Thus, this book contributes to the scholarly investigation of the potential beneficial effects in academic proficiency across languages in migrant children. After addressing the most central terminological and theoretical issues (Chapter 1), we discuss evidence from four empirical studies on heritage language speakers in different educational and linguistic contexts (Chapters 2–9). The common research goal of all studies was to understand the factors, both linguistic and non-linguistic in nature, that contribute to the development of language skills in the heritage and the school languages. To use a term that is well established in the literature in this field, the research presented in this book attempts to assess the level of 'interdependence' of different languages in the individual multilingual speakers' repertoires.

The theories and terminology used in this book mainly stem from bilingualism and heritage language speakers research. However, since in most situations discussed, more than two languages are part of the speakers' repertoires, we also draw on multilingualism research. Therefore, the participants in the studies are referred to both as 'multilinguals' and as 'bilinguals'. All participants in the studies presented in this book are multilinguals with at least three languages or varieties in their linguistic repertoires: their heritage language(s), their language of instruction, often a local dialect in informal communication (e.g. Alemannic Swiss German) and additional foreign languages taught at school. The children in the non-heritage language comparison groups use a repertoire composed of at least the latter two languages and varieties. The authors of this book also use the terms 'bilingualism' and 'bilinguals' since in all research projects the focus lies on two particularly important languages in this repertoire, the language of instruction and the heritage language.

Investigating Interdependence and Literacy Development in Heritage Language Speakers 3 The deficit-oriented view of bi- and multilingualism, the semilingualism concept, has been questioned by bilingualism scholars (MacSwan, 2000; Martin-Jones & Romaine, 1986). Most contemporary scholars working on bi- and multilingual development tend to emphasise the futility of comparisons of bi- or multilingual repertoires to idealised monolingual norms, since bilingualism and multilingualism unavoidably lead to a different type of language competence (Bley-Vroman, 1983; Cook, 2002; Grosjean, 1985, 1989; Herdina & Jessner, 2002). This is often done by explicitly referring to the idea of crosslinguistic influence and transfer across languages (Jarvis & Pavlenko, 2007) and/or to resources shared by all languages in the repertoire (Cummins, 1980, 2005). As discussed in the section 'Metaphor of Transfer', it is often difficult to clearly distinguish the idea of transfer and the idea of interdependence of languages in the repertoire in the scholarly literature.

As the literature in this field often construes the notion of transfer very broadly, including the effects of a common underlying proficiency for academic language use that are the typical instantiations of linguistic interdependence (see Cummins, [1980] 2001: 131), it is important to start by clarifying the theoretical foundations and the terminological conventions adopted for our book.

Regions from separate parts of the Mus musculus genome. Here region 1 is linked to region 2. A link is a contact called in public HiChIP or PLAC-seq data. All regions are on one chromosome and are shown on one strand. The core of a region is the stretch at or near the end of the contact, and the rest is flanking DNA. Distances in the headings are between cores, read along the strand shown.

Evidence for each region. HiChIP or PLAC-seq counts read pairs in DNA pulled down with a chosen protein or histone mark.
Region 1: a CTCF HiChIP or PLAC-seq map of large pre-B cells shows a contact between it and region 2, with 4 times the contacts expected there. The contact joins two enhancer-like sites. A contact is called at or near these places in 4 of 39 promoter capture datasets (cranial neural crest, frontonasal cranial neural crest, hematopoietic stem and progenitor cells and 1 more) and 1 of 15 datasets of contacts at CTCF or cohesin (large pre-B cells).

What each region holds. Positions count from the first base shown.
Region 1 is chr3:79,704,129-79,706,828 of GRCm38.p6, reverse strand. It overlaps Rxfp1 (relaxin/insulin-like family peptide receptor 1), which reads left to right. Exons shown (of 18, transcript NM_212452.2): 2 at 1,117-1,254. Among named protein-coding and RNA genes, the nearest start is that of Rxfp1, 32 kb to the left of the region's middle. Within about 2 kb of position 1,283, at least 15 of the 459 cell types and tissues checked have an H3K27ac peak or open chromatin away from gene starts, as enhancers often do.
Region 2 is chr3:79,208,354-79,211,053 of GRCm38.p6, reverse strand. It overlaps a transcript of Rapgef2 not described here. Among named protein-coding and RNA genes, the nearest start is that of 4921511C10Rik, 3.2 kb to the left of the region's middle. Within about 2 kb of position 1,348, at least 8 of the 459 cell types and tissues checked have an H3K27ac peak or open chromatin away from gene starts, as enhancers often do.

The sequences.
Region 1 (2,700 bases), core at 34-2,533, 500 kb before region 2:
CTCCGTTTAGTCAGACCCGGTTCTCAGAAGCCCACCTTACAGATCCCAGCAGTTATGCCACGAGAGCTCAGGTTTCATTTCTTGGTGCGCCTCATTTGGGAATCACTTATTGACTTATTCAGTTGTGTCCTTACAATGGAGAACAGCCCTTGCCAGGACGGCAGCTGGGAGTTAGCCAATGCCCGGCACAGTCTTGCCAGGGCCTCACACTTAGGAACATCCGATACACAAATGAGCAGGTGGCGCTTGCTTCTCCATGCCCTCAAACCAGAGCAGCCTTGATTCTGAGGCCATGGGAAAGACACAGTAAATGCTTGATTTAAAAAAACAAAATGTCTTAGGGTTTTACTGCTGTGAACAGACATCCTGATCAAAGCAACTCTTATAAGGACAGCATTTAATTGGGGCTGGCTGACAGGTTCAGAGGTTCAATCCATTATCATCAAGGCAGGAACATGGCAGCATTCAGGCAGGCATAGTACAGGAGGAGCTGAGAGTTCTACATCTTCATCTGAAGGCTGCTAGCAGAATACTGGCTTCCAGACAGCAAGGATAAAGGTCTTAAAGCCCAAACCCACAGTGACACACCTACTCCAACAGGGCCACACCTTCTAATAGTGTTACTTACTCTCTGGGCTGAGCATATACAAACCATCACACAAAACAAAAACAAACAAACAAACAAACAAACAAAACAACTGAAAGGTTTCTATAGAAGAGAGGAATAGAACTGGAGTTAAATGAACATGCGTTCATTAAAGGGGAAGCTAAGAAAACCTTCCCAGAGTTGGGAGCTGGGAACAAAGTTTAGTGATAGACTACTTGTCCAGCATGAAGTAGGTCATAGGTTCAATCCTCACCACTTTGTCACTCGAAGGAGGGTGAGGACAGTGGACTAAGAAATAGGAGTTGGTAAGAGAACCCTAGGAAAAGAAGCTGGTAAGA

The metaphor of transfer

The literature on transfer and interdependence involves a confusing degree of conceptual and terminological heterogeneity due to various reformulations and revisions of some of the central ideas. Our intention in this chapter is not to give a comprehensive account of the various versions of the hypotheses of the dynamics within the bilinguals' or multilinguals' languages. The main goal is instead to discuss the most central assumptions underlying transfer and interdependence research and to come up with a suitable set of terms for the discussion of the empirical research presented in this book.

The notion of transfer in second language acquisition (SLA), third language acquisition (TLA), multilingualism research and bilingualism research is always metaphorical. Literal transfer would mean that a linguistic phenomenon is taken from a donor language and carried into another (receiving) language, and is thus no longer present in the source language. Instead, most definitions of transfer capture processes such as copying (J ohanson, 2002) or the replication (M atras, 2009) of matter or patterns of the model or source language in the replica or target language. The term 'pattern replication' refers to the replication of a (semantic or syntactic) feature of the model language using matter of the recipient language. The term 'matter replication' refers to the replication of morphemes, words or even longer chunks from a model language in a receiving language – an example of matter replication is the emergence of loanwords in language contact situations. An example of 'pattern replication' is discussed in Berthele (2015) : multilingual speakers of Romansh, when speaking Swiss German, tend to replicate the semantic category represented by a general verb 'metter' ('to put') in their dominant language Romansh. They do this by overgeneralising a German-caused posture verb 'legen' ('to lay' [transitive]), even when referring to events where monolingual speakers of German use other caused posture verbs such as 'setzen' ('to sit' [transitive]) or 'stellen' ('to stand' [transitive]). Depending on the normative point of view, such differences in the use of German can be considered 'deviations from the monolingual norm' or, within a multicompetence view of bi- and multilingualism, as 'convergence'. As research on bilinguals consistently shows, bilingualism both entails the borrowing of linguistic matter from one language into the other, as well as the convergence of linguistic patterns, e.g. on the level of syntax (Jarvis & Pavlenko, 2008) or semantics (Berthele, 2012; Lambelet, 2012, 2016).